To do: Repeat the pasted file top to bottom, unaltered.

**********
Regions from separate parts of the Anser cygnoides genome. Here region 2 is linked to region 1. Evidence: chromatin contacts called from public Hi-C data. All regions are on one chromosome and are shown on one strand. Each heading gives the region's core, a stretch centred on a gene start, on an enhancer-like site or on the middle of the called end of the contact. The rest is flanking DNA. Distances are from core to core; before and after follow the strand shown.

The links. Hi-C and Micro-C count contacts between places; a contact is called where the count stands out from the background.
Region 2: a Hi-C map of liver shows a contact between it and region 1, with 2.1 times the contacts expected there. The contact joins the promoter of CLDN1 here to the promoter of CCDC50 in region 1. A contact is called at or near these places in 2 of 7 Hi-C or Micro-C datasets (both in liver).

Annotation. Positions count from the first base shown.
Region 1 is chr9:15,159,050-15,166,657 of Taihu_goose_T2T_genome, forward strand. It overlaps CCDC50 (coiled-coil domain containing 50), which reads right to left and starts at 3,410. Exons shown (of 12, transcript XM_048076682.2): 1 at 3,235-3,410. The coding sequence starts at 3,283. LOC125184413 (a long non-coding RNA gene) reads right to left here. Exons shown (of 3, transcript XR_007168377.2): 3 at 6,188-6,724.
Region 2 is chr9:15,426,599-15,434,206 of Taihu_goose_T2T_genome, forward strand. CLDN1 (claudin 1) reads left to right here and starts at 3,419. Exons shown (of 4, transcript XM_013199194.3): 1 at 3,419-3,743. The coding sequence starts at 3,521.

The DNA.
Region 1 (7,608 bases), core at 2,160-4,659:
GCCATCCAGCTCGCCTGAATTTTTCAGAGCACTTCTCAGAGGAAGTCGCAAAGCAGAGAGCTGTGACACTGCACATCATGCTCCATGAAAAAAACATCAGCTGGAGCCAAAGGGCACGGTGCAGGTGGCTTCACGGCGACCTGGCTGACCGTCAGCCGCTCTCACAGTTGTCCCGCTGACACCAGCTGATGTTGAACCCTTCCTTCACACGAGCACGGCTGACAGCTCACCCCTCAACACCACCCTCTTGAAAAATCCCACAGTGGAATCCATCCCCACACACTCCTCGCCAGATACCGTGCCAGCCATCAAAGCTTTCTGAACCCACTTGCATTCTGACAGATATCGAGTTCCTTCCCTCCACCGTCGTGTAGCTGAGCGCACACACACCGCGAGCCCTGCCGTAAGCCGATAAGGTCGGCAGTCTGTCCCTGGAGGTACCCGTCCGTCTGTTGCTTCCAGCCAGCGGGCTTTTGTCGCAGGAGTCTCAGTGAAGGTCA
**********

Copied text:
Regions from separate parts of the Anser cygnoides genome. Here region 2 is linked to region 1. Evidence: chromatin contacts called from public Hi-C data. All regions are on one chromosome and are shown on one strand. Each heading gives the region's core, a stretch centred on a gene start, on an enhancer-like site or on the middle of the called end of the contact. The rest is flanking DNA. Distances are from core to core; before and after follow the strand shown.

The links. Hi-C and Micro-C count contacts between places; a contact is called where the count stands out from the background.
Region 2: a Hi-C map of liver shows a contact between it and region 1, with 2.1 times the contacts expected there. The contact joins the promoter of CLDN1 here to the promoter of CCDC50 in region 1. A contact is called at or near these places in 2 of 7 Hi-C or Micro-C datasets (both in liver).

Annotation. Positions count from the first base shown.
Region 1 is chr9:15,159,050-15,166,657 of Taihu_goose_T2T_genome, forward strand. It overlaps CCDC50 (coiled-coil domain containing 50), which reads right to left and starts at 3,410. Exons shown (of 12, transcript XM_048076682.2): 1 at 3,235-3,410. The coding sequence starts at 3,283. LOC125184413 (a long non-coding RNA gene) reads right to left here. Exons shown (of 3, transcript XR_007168377.2): 3 at 6,188-6,724.
Region 2 is chr9:15,426,599-15,434,206 of Taihu_goose_T2T_genome, forward strand. CLDN1 (claudin 1) reads left to right here and starts at 3,419. Exons shown (of 4, transcript XM_013199194.3): 1 at 3,419-3,743. The coding sequence starts at 3,521.

The DNA.
Region 1 (7,608 bases), core at 2,160-4,659:
GCCATCCAGCTCGCCTGAATTTTTCAGAGCACTTCTCAGAGGAAGTCGCAAAGCAGAGAGCTGTGACACTGCACATCATGCTCCATGAAAAAAACATCAGCTGGAGCCAAAGGGCACGGTGCAGGTGGCTTCACGGCGACCTGGCTGACCGTCAGCCGCTCTCACAGTTGTCCCGCTGACACCAGCTGATGTTGAACCCTTCCTTCACACGAGCACGGCTGACAGCTCACCCCTCAACACCACCCTCTTGAAAAATCCCACAGTGGAATCCATCCCCACACACTCCTCGCCAGATACCGTGCCAGCCATCAAAGCTTTCTGAACCCACTTGCATTCTGACAGATATCGAGTTCCTTCCCTCCACCGTCGTGTAGCTGAGCGCACACACACCGCGAGCCCTGCCGTAAGCCGATAAGGTCGGCAGTCTGTCCCTGGAGGTACCCGTCCGTCTGTTGCTTCCAGCCAGCGGGCTTTTGTCGCAGGAGTCTCAGTGAAGGTCA